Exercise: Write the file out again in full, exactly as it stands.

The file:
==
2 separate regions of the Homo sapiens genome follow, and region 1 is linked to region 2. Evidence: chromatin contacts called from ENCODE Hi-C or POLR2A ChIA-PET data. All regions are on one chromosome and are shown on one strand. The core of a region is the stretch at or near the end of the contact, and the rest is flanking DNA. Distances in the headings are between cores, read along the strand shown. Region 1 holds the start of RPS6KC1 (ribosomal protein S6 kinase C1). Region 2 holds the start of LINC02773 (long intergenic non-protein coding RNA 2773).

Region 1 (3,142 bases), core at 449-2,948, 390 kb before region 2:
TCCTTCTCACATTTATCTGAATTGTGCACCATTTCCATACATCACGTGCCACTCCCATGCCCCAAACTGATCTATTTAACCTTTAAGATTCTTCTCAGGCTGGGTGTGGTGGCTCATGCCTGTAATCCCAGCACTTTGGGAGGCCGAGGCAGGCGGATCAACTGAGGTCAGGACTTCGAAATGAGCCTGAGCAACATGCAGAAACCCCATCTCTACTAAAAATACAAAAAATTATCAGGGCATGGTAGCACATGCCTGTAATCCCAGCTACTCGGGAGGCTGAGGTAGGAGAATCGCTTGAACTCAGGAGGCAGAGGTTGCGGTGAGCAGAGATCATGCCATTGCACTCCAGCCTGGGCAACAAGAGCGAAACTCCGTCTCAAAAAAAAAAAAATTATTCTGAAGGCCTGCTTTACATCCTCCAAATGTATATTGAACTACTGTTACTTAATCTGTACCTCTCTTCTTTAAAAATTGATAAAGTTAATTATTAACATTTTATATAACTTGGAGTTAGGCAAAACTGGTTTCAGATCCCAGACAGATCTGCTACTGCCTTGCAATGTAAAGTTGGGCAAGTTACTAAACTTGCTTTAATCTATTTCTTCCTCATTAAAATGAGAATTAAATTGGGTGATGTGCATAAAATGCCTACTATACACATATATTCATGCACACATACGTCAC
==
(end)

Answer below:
2 separate regions of the Homo sapiens genome follow, and region 1 is linked to region 2. Evidence: chromatin contacts called from ENCODE Hi-C or POLR2A ChIA-PET data. All regions are on one chromosome and are shown on one strand. The core of a region is the stretch at or near the end of the contact, and the rest is flanking DNA. Distances in the headings are between cores, read along the strand shown. Region 1 holds the start of RPS6KC1 (ribosomal protein S6 kinase C1). Region 2 holds the start of LINC02773 (long intergenic non-protein coding RNA 2773).

Region 1 (3,142 bases), core at 449-2,948, 390 kb before region 2:
TCCTTCTCACATTTATCTGAATTGTGCACCATTTCCATACATCACGTGCCACTCCCATGCCCCAAACTGATCTATTTAACCTTTAAGATTCTTCTCAGGCTGGGTGTGGTGGCTCATGCCTGTAATCCCAGCACTTTGGGAGGCCGAGGCAGGCGGATCAACTGAGGTCAGGACTTCGAAATGAGCCTGAGCAACATGCAGAAACCCCATCTCTACTAAAAATACAAAAAATTATCAGGGCATGGTAGCACATGCCTGTAATCCCAGCTACTCGGGAGGCTGAGGTAGGAGAATCGCTTGAACTCAGGAGGCAGAGGTTGCGGTGAGCAGAGATCATGCCATTGCACTCCAGCCTGGGCAACAAGAGCGAAACTCCGTCTCAAAAAAAAAAAAATTATTCTGAAGGCCTGCTTTACATCCTCCAAATGTATATTGAACTACTGTTACTTAATCTGTACCTCTCTTCTTTAAAAATTGATAAAGTTAATTATTAACATTTTATATAACTTGGAGTTAGGCAAAACTGGTTTCAGATCCCAGACAGATCTGCTACTGCCTTGCAATGTAAAGTTGGGCAAGTTACTAAACTTGCTTTAATCTATTTCTTCCTCATTAAAATGAGAATTAAATTGGGTGATGTGCATAAAATGCCTACTATACACATATATTCATGCACACATACGTCAC